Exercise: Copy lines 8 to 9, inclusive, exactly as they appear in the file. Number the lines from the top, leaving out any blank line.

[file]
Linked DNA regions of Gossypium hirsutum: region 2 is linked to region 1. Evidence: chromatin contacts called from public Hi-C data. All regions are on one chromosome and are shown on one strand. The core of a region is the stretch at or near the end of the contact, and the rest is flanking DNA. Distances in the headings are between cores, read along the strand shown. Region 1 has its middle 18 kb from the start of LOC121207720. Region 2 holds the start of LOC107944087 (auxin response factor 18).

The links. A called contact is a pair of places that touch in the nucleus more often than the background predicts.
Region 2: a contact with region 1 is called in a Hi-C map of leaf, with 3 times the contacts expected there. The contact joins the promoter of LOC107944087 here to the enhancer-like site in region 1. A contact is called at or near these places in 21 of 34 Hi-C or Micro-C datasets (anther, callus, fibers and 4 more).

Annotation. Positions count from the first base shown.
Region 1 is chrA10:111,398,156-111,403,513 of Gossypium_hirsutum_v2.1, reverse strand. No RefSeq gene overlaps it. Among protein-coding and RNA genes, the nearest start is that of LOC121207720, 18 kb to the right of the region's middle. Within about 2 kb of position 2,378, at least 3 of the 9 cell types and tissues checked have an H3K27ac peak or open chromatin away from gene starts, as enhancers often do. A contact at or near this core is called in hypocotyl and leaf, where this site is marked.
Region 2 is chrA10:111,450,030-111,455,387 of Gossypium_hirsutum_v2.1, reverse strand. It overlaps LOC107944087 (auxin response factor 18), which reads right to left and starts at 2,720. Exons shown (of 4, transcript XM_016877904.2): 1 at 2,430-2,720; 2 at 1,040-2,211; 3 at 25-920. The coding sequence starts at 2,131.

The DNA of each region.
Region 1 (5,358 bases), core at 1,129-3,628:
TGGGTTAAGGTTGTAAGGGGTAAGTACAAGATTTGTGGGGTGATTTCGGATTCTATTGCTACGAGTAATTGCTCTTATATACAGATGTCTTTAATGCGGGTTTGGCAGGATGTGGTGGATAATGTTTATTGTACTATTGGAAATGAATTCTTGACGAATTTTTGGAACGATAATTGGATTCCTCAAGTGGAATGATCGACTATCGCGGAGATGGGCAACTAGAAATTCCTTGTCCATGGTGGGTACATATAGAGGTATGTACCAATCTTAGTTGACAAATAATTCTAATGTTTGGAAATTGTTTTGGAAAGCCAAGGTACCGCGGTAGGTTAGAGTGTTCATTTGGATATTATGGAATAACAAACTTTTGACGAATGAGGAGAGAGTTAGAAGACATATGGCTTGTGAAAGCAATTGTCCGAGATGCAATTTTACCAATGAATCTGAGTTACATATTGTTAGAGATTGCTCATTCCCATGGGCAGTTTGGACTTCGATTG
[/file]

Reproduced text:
Region 1 (5,358 bases), core at 1,129-3,628:
TGGGTTAAGGTTGTAAGGGGTAAGTACAAGATTTGTGGGGTGATTTCGGATTCTATTGCTACGAGTAATTGCTCTTATATACAGATGTCTTTAATGCGGGTTTGGCAGGATGTGGTGGATAATGTTTATTGTACTATTGGAAATGAATTCTTGACGAATTTTTGGAACGATAATTGGATTCCTCAAGTGGAATGATCGACTATCGCGGAGATGGGCAACTAGAAATTCCTTGTCCATGGTGGGTACATATAGAGGTATGTACCAATCTTAGTTGACAAATAATTCTAATGTTTGGAAATTGTTTTGGAAAGCCAAGGTACCGCGGTAGGTTAGAGTGTTCATTTGGATATTATGGAATAACAAACTTTTGACGAATGAGGAGAGAGTTAGAAGACATATGGCTTGTGAAAGCAATTGTCCGAGATGCAATTTTACCAATGAATCTGAGTTACATATTGTTAGAGATTGCTCATTCCCATGGGCAGTTTGGACTTCGATTG